Stage set for half of ‘dream team’ to fly solo

O’Neill to face press as Ireland boss for first time, without Keane

Mattin O’Neill: will be taking over the reins today as Republic of Ireland manager. Photo: Donall Farmer/Inpho

Mattin O’Neill: will be taking over the reins today as Republic of Ireland manager. Photo: Donall Farmer/Inpho


Barely a week ago the prospect of Martin O’Neill being unveiled as the new Ireland manager seemed an exciting one to many of the team’s supporters. Such has been the fuss about his choice of assistant, however, that the FAI has kept Roy Keane away from this afternoon’s press conference in Dublin in the hope of keeping everyone focused on the fact that the 61- year-old’s appointment is supposed to be the story.

The Derry man is bound to face a fair few questions about the former Manchester United star as things stand but at least now he won’t end up looking like a gatecrasher at his own party or be tempted into a plaintive cry of “I’m the gaffer”.

It remains to be seen if the former Celtic manager will arrive with a ready-made vision of how he intends to reshape the team he is inheriting or whether he says he needs some time to get a greater feel for its potential. He is charming and entertaining enough when he wants to be, however, to ensure that today goes well and even it doesn’t the broadcast people will be happy just to have someone in charge again who actually speaks their language.

Phone call
O’Neill confirmed last night that he will be replacing goalkeeping coach Alan Kelly with another former Ireland international Séamus McDonagh.

“I spoke to Alan in with what was obviously an extremely difficult phone call to have to make,” the new manager said in a statement issued by the association last night.

“The simple situation is that I’ve worked with Séamus before at club level. I’m well aware of how highly thought of Alan Kelly is in Irish football circles (and) I told Alan that I will go and meet him after the upcoming international games to talk to him and tap into his experience.”

Kelly, an enormously likeable character, reacted with considerable dignity via twitter: “From Ire U18 in 1985 to the seniors at Aviva stadium in 2013. Great memories, Play-offs, World cups, Euro championships....The lot! Played with & against some great players &made some great friends along the way. That’s football! All the best to Martin, Roy & all the lads.”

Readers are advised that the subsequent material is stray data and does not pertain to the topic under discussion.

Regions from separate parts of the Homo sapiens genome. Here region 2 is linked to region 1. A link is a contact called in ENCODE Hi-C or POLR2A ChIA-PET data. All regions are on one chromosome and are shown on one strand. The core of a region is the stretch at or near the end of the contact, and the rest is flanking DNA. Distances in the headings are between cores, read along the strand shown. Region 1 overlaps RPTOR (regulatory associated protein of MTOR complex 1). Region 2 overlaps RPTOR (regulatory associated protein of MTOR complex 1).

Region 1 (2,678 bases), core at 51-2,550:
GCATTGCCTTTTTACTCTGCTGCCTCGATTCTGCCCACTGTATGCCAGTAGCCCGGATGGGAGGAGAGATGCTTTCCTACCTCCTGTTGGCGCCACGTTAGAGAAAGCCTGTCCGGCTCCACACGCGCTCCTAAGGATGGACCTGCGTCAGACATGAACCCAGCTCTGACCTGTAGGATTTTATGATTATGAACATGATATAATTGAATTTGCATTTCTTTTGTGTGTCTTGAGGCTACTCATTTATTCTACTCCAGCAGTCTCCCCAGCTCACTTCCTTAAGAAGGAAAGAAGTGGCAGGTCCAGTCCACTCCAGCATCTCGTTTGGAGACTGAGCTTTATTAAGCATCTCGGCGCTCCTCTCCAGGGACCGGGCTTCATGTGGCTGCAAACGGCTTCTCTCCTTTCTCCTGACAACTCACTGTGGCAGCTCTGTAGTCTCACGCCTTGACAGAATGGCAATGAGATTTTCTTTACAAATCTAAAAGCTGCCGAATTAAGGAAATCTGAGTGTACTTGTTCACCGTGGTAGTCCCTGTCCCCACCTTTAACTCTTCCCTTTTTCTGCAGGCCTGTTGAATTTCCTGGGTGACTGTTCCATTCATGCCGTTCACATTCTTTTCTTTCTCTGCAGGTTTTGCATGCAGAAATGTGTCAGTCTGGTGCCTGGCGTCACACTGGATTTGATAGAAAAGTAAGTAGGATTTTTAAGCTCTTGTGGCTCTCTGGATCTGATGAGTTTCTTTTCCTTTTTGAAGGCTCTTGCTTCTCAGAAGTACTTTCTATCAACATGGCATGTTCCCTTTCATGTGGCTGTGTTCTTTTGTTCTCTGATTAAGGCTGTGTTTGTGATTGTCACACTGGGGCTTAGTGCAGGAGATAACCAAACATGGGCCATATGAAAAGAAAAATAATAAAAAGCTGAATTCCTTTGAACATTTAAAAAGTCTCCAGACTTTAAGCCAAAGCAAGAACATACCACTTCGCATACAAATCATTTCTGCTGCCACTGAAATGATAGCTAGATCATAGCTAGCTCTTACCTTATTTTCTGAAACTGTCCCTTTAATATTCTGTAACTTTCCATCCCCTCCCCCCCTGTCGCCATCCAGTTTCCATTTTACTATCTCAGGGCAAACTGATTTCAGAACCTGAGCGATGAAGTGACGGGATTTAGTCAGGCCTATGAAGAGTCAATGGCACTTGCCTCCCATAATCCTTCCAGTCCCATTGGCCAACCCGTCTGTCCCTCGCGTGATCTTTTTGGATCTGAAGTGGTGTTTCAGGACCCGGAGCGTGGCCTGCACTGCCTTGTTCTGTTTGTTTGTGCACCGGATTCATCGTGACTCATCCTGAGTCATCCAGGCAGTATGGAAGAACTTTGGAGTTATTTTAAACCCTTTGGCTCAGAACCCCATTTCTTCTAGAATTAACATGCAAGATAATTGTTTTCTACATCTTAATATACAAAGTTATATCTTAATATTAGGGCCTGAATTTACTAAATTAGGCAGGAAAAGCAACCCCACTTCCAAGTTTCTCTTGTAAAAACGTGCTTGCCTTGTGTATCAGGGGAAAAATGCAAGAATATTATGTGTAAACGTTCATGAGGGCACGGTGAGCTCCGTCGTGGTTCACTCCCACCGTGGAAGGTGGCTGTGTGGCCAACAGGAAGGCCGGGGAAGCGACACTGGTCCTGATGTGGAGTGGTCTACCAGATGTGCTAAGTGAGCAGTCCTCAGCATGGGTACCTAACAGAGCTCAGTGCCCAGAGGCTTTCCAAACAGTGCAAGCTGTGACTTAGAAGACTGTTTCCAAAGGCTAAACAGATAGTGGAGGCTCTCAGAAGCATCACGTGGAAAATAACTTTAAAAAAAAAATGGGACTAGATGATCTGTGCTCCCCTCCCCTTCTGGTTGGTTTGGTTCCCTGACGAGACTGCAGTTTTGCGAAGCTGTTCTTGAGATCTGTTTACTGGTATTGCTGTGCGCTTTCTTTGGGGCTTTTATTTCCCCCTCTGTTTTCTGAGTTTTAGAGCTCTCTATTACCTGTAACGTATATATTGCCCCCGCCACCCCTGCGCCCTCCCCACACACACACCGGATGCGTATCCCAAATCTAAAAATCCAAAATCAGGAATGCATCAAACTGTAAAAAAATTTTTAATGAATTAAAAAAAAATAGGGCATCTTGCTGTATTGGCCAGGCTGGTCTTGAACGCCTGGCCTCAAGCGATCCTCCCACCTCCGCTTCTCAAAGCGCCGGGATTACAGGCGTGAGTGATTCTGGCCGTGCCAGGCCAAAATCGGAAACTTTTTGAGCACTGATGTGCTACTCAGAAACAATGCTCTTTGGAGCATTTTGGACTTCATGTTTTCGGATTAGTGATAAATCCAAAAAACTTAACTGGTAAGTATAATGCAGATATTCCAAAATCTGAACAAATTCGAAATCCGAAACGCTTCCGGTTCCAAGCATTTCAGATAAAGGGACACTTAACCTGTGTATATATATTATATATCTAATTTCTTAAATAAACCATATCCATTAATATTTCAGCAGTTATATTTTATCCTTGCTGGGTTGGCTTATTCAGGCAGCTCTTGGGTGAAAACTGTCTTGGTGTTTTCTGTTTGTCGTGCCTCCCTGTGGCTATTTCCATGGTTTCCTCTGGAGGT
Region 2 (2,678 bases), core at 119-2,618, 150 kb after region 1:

O’Neill, Keane and McDonagh will apparently get by with what’s left of the Giovanni Trapattoni technical staff until after these games against Latvia and Poland are out of the way after which the manager will have plenty of time to recruit a coach or two.

The general public seem happy enough with the way things are shaping up with Pembroke Communications reporting very high approval ratings for this week’s appointments. More than 85 per cent of supporters are pleased to see the pair take charge, it seems, even if 47 per cent reckon it might not entirely smoothly between them and just short of 60 per cent suspect Keane and John Delaney will be excavating their respective hatchets at some point over the months ahead.

Keane’s relationship with the players may prove rather more important in terms of influencing the team’s fortunes over the next couple of years and on that front John O’Shea for one seems pretty positive about the prospect of working once again, not just with Keane but also his former boss at Sunderland.

The squad
“I know the types of people they are,” he said. “They are winners and motivational and it really is going to be exciting. Everybody should be looking forward to it; the supporters, the players in the squad and the media. I think you will see hopefully the football public in Ireland will really get behind it. I am sure we will see the reaction with the numbers for the Latvia game.

“It can only be good because of the type of personalities they are in terms of winning mentality, drive, hunger and motivation – all those things are needed for us to get going again...qualifying for tournaments again and giving a boost back to the fans as well.

“And Roy,” he concluded, “is arguably Ireland’s best ever player so having him in the dressing room for the younger lads and older lads to look up to and thinking that he is on our side wanting us to win. . . The standards he set were brilliant because he wants to win and that is what we need. I am looking forward to next week. I can’t wait.”